Monday, February 7, 2011

Make the orangutan cookie and save trees

Libby Lawson of the Seattle zoo shows off my orangutan cookie.      
Photo by Shawn Thompson


Libby Lawson, a sprightly orangutan keeper at the zoo in Seattle, officially tasted my first batch of rain-forest friendly orangutan cookies.

The idea was to create a cookie that promotes the protection of the rain forest habitat of orangutans and uses ingredients familiar to orangutans. The result is the "orangunookie," which I hope doesn't sound sexually suggestive.

Libby told me she likes sugar -- although the orangutans at the Seattle zoo get a safe and sensible sugar substitute in their juice and yogurt.

The orangunookie is "very good," Libby said - and I know that orangutan keepers have to be straightforward and honest to deal with orangutans. "I found it very satisfying," she said, "and I have a real sweet tooth. The cookie seems only a little sweet and is not overly nutty." Libby liked the colour I got for  my "green" cookie by using green food colouring.

Speaking of food, it was feeding time when I arrived at the zoo and Libby took me to lunch with the orangutans. I watched the massive orangutan Towan daintily using his teeth to pick even the last bit of orange out of the rind.

Towan is 43 years old in 2011 and 297 pounds. He likes to paint. In fact, he pretty much gets consumed by it. He's an experimental artist with no formal training and has combined coloured pen and chalk. I was with him and Libby a few weeks ago watching Towan do his art work. He has great concentration.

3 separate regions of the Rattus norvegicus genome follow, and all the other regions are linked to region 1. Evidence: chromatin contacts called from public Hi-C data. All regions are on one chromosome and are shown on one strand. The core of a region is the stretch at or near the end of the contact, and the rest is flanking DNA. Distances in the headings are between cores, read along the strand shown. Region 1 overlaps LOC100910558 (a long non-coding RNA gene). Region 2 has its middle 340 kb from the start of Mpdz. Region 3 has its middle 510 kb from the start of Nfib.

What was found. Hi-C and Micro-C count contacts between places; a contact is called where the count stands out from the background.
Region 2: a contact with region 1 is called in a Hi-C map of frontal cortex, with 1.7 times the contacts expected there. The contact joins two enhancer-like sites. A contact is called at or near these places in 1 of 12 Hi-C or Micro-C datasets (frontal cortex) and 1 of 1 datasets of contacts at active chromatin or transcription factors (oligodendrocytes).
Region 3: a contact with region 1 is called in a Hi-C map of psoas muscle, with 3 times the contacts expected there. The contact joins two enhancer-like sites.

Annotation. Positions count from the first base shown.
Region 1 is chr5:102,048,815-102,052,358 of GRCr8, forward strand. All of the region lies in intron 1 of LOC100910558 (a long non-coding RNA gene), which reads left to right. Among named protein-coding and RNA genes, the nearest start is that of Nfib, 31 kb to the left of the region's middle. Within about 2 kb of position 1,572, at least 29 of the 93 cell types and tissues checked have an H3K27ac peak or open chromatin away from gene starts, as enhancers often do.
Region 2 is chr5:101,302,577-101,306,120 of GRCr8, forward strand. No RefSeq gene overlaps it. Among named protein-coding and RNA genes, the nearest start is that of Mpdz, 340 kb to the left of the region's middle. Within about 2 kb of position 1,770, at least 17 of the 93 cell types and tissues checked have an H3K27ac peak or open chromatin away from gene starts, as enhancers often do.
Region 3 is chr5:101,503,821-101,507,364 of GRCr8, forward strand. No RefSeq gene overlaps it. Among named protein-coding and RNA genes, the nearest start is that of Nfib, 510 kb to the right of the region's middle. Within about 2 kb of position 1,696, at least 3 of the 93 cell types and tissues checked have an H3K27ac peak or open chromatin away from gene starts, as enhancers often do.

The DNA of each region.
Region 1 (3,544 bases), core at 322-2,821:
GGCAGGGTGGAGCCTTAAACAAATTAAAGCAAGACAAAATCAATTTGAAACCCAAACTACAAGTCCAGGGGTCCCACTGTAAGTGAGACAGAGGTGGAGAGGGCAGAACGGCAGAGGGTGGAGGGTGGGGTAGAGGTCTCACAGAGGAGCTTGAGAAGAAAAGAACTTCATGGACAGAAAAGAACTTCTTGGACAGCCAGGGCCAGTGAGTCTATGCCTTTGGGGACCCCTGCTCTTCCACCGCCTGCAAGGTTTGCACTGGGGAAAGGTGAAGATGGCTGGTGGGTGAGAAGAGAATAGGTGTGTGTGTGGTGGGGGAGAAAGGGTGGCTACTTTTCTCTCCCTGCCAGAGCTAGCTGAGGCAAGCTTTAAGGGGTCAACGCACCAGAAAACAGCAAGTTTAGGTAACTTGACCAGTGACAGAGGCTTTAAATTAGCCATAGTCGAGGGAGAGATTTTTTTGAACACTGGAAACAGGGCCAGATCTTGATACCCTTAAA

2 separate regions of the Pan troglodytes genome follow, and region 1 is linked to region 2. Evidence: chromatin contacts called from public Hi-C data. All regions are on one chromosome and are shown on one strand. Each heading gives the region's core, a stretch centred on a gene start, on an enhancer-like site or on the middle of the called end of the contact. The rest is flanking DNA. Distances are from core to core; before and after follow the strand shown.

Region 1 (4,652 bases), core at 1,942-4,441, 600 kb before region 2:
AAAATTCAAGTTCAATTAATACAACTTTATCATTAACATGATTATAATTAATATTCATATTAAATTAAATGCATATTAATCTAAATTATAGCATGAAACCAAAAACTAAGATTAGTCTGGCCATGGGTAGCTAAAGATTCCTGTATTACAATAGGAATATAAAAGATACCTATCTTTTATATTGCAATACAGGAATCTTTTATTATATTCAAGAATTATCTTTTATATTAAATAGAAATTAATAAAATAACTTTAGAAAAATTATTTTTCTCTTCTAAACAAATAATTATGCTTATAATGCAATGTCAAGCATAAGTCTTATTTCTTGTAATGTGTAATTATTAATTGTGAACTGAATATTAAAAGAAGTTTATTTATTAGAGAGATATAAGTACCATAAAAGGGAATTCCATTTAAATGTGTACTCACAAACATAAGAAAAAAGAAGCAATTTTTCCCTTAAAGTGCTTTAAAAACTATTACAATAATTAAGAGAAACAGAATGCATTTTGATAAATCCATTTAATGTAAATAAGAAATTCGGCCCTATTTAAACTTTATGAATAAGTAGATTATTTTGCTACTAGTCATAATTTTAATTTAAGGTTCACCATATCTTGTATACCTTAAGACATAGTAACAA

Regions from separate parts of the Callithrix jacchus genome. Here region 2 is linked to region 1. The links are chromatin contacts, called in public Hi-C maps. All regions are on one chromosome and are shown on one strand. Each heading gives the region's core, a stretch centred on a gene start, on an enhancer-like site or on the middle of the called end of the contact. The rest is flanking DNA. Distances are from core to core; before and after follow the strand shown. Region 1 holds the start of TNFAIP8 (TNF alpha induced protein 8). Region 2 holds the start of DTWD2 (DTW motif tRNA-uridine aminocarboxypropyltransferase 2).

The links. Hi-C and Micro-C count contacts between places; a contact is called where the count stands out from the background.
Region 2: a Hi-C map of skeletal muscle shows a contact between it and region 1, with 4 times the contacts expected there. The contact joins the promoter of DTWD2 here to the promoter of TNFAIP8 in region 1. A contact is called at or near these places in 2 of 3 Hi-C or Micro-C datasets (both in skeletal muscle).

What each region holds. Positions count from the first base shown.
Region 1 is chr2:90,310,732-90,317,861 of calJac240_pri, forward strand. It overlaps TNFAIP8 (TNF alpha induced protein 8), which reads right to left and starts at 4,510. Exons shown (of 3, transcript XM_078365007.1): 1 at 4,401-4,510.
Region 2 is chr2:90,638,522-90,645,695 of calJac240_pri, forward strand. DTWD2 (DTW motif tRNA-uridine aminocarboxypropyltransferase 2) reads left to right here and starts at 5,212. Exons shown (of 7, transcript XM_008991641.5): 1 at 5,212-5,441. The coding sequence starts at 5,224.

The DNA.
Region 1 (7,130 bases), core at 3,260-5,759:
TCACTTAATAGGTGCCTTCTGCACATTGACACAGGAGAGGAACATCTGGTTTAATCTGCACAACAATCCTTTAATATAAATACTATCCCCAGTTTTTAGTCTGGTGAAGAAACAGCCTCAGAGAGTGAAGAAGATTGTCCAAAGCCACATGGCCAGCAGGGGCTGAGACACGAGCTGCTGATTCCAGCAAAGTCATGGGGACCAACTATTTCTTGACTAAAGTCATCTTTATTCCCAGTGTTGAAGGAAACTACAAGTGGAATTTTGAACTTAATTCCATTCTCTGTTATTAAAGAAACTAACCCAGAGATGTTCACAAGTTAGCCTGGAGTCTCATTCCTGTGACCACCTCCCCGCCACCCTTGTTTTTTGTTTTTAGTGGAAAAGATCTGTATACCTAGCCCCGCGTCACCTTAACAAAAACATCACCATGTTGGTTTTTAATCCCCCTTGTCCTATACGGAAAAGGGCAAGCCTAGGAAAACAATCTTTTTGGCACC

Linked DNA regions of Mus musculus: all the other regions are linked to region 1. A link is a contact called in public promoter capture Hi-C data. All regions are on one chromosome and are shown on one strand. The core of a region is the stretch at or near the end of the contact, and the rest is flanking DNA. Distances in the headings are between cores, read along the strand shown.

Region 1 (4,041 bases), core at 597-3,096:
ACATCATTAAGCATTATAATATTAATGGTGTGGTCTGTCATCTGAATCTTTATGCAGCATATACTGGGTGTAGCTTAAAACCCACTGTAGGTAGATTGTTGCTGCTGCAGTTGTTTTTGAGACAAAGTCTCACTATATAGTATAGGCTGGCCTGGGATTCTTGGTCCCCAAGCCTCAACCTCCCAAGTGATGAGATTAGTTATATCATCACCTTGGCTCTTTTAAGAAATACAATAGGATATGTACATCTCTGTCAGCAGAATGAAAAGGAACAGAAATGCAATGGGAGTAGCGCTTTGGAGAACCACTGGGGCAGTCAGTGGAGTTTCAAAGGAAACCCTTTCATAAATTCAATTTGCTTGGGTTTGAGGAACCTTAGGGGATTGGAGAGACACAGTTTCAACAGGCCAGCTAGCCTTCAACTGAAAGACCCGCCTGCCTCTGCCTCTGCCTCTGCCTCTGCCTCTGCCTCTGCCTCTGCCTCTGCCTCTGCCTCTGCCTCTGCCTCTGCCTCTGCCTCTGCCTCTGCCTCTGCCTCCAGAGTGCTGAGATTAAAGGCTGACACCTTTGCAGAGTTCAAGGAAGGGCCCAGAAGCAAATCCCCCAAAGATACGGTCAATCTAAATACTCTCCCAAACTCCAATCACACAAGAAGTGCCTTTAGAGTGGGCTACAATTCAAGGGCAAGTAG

Libby told me a story about how compassionate and gentle Towan is. One time a young possum fell inside the orangutan enclosure and when Towan tried to pick it up, it bit him. But Towan was too good natured to retaliate. He just held the possum to avoid being bitten and later signaled to Libby that she could retrieve the possum.

As the dominant male, the protocol is to feed Towan first. Then Libby went to feed the others, including Towan's twin sister, Chinta, who weighs considerably less than her brother at 168 pounds. Although she likes to spit at people and squirts water at them when they turn their backs, she also likes to socialize with folks and has a regular spot next to the glass at the zoo where she can interact with we human apes.

While the orangutans were being fed, I noticed that Libby was playing NPR jazz for them, a wise choice. The jazz and the sound of artificial waterfalls constructed at the zoo help screen out the distraction of human sounds.

***
Here's my recipe for the green orangutan cookie.

You need one cup of raw cashews, 1/4 cup of skim milk, 3/4 cup of sugar, one egg, 1 tsp of vanilla extract, 1 cup of shredded coconut, 2 tsp of coconut flavour, one cup of flour, 1/4 tsp baking soda. 1/4 tsp of ground nutmeg, 1/2 a cup of Sun Maid Tropical Trio dried fruit (pineapple, papaya and mango) and a dash of salt. Crush the nuts into different sizes from grains to bits with a pestle and add the milk. Mix with the sugar, egg, coconut flavour and vanilla. Put in the flour, baking soda, nutmeg and salt. Add 1/8 tsp green food colouring. Add dried fruit and shredded coconut. Put spoon- sized dollops on a cookie sheet and flatten with a wetted fork. Add a few small pieces of dried fruit for garnish to the top. Bake at 350 F for about 15 minutes. Makes 18 average-sized cookies with crispy brown bottoms and textured, chewy insides.

When you serve the orangunookie, make sure that you explain in a lightly serious tone that it is made to make friends with orangutans by being a little nutty, a little fruity and without palm oil. The forests of the orangutan in Borneo and Sumatra are cut down for palm oil plantations.

Let me know how you like the cookies
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